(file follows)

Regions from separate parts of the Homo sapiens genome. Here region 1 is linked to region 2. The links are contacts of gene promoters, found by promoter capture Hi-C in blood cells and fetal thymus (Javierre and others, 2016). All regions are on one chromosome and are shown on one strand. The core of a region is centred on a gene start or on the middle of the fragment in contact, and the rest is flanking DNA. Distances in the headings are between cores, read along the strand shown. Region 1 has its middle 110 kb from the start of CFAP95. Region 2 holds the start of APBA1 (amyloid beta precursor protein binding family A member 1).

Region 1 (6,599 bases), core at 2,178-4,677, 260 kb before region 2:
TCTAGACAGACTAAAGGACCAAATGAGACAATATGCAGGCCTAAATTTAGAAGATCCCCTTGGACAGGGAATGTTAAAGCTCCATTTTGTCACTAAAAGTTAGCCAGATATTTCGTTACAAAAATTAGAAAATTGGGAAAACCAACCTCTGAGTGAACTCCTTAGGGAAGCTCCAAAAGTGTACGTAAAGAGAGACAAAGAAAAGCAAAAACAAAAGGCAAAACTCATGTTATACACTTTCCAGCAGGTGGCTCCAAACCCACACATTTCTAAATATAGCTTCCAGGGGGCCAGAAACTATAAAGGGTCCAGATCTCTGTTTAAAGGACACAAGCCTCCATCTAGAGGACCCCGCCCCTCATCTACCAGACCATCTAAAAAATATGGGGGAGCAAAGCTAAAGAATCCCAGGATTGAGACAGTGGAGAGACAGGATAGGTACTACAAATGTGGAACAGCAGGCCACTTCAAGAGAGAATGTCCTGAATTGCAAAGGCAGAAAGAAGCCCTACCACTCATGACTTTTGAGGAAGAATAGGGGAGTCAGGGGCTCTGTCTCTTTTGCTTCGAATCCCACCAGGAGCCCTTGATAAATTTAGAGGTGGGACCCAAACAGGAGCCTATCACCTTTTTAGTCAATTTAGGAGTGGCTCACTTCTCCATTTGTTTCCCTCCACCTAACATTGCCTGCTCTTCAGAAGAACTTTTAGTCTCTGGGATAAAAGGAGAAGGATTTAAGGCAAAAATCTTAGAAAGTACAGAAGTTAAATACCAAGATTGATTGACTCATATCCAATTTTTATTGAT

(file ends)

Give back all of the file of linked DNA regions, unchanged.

Regions from separate parts of the Homo sapiens genome. Here region 1 is linked to region 2. The links are contacts of gene promoters, found by promoter capture Hi-C in blood cells and fetal thymus (Javierre and others, 2016). All regions are on one chromosome and are shown on one strand. The core of a region is centred on a gene start or on the middle of the fragment in contact, and the rest is flanking DNA. Distances in the headings are between cores, read along the strand shown. Region 1 has its middle 110 kb from the start of CFAP95. Region 2 holds the start of APBA1 (amyloid beta precursor protein binding family A member 1).

Region 1 (6,599 bases), core at 2,178-4,677, 260 kb before region 2:
TCTAGACAGACTAAAGGACCAAATGAGACAATATGCAGGCCTAAATTTAGAAGATCCCCTTGGACAGGGAATGTTAAAGCTCCATTTTGTCACTAAAAGTTAGCCAGATATTTCGTTACAAAAATTAGAAAATTGGGAAAACCAACCTCTGAGTGAACTCCTTAGGGAAGCTCCAAAAGTGTACGTAAAGAGAGACAAAGAAAAGCAAAAACAAAAGGCAAAACTCATGTTATACACTTTCCAGCAGGTGGCTCCAAACCCACACATTTCTAAATATAGCTTCCAGGGGGCCAGAAACTATAAAGGGTCCAGATCTCTGTTTAAAGGACACAAGCCTCCATCTAGAGGACCCCGCCCCTCATCTACCAGACCATCTAAAAAATATGGGGGAGCAAAGCTAAAGAATCCCAGGATTGAGACAGTGGAGAGACAGGATAGGTACTACAAATGTGGAACAGCAGGCCACTTCAAGAGAGAATGTCCTGAATTGCAAAGGCAGAAAGAAGCCCTACCACTCATGACTTTTGAGGAAGAATAGGGGAGTCAGGGGCTCTGTCTCTTTTGCTTCGAATCCCACCAGGAGCCCTTGATAAATTTAGAGGTGGGACCCAAACAGGAGCCTATCACCTTTTTAGTCAATTTAGGAGTGGCTCACTTCTCCATTTGTTTCCCTCCACCTAACATTGCCTGCTCTTCAGAAGAACTTTTAGTCTCTGGGATAAAAGGAGAAGGATTTAAGGCAAAAATCTTAGAAAGTACAGAAGTTAAATACCAAGATTGATTGACTCATATCCAATTTTTATTGAT